Making progress – Spinal Research breakthrough in the US

One of the most promising results of recent research into nerve regeneration after spinal cord injury (SCI) comes from the US and the laboratory of Dr Mark Tuszynski (pictured right).

After a SCI, damaged nerve axons in the cord fail to spontaneously regenerate, resulting in paralysis.  Most studies have examined nerve regeneration one to eight weeks after injury: this is useful, but does not help with the treatment of long-established injuries, which the majority of people with SCI live with.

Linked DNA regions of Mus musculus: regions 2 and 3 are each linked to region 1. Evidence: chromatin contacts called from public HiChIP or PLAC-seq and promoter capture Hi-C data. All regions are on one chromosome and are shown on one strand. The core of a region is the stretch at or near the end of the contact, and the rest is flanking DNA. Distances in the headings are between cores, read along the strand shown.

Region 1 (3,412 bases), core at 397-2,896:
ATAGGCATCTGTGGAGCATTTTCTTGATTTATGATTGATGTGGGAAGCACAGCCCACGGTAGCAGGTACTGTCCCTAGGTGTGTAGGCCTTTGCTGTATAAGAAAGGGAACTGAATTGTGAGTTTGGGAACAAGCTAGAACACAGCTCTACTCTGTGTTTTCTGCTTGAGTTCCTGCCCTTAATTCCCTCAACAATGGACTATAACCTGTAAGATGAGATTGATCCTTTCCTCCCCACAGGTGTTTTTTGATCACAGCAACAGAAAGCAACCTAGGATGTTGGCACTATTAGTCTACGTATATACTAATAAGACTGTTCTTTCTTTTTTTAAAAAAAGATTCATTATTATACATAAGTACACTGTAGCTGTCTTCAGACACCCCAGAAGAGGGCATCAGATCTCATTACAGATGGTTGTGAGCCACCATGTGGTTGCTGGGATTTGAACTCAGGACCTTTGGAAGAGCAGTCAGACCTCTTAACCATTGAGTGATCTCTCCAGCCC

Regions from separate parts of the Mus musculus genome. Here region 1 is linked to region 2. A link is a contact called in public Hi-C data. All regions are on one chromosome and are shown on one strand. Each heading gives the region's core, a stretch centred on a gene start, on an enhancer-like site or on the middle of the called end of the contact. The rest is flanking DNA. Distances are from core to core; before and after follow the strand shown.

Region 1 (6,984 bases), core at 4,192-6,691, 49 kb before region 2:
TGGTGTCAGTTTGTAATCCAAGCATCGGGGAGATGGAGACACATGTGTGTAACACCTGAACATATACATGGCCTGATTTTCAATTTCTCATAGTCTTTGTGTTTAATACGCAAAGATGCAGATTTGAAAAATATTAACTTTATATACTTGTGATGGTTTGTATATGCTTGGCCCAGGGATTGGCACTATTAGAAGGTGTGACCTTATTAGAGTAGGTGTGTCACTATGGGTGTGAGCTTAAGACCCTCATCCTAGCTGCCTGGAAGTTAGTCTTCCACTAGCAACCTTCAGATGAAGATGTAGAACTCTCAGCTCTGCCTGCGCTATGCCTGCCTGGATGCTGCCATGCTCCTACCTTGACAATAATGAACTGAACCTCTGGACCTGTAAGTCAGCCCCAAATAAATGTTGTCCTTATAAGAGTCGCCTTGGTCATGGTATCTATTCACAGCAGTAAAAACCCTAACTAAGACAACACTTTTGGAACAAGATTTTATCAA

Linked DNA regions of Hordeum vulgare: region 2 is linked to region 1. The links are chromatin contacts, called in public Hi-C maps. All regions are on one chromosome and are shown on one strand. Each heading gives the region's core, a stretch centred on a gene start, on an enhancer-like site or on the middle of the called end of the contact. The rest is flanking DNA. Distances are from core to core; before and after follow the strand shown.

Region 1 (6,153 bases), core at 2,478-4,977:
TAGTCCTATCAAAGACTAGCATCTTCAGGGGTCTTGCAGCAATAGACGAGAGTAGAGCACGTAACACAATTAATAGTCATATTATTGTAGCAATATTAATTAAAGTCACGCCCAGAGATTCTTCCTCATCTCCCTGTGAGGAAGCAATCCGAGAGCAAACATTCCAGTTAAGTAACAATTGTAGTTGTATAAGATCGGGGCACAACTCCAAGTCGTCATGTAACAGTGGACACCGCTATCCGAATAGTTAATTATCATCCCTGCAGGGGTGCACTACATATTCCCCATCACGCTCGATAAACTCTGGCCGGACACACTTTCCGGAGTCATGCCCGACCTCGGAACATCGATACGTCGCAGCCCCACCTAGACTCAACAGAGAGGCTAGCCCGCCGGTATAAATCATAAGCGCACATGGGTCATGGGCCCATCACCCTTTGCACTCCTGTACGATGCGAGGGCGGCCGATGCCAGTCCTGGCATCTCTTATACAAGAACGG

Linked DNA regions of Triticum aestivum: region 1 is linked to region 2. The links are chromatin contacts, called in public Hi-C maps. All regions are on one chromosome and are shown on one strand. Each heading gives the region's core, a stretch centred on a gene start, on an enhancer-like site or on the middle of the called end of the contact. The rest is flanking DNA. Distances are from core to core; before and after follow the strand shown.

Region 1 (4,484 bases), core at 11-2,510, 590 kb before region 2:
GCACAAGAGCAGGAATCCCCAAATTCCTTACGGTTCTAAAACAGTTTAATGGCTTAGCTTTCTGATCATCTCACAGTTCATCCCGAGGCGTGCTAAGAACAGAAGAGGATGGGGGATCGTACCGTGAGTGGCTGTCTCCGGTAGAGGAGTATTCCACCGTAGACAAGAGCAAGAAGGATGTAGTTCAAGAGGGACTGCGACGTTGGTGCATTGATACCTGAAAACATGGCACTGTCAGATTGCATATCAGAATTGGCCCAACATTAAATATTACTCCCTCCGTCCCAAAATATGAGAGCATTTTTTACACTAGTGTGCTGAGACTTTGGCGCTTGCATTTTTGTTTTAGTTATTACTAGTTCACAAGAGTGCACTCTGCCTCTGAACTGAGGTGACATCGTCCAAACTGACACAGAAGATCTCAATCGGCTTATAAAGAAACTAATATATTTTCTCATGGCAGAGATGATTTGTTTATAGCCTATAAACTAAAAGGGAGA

In a groundbreaking development, Dr Tuszynski’s team have now reported successful regeneration of adult nerve axons when treatment is initiated as long as 15 months after injury – via a combination of therapies that aim to modify cell mechanisms which inhibit regeneration.

These findings provide compelling evidence that regeneration is achievable at unprecedented post-injury time points. This is an essential step forward in our quest to help people who are currently living with paralysis.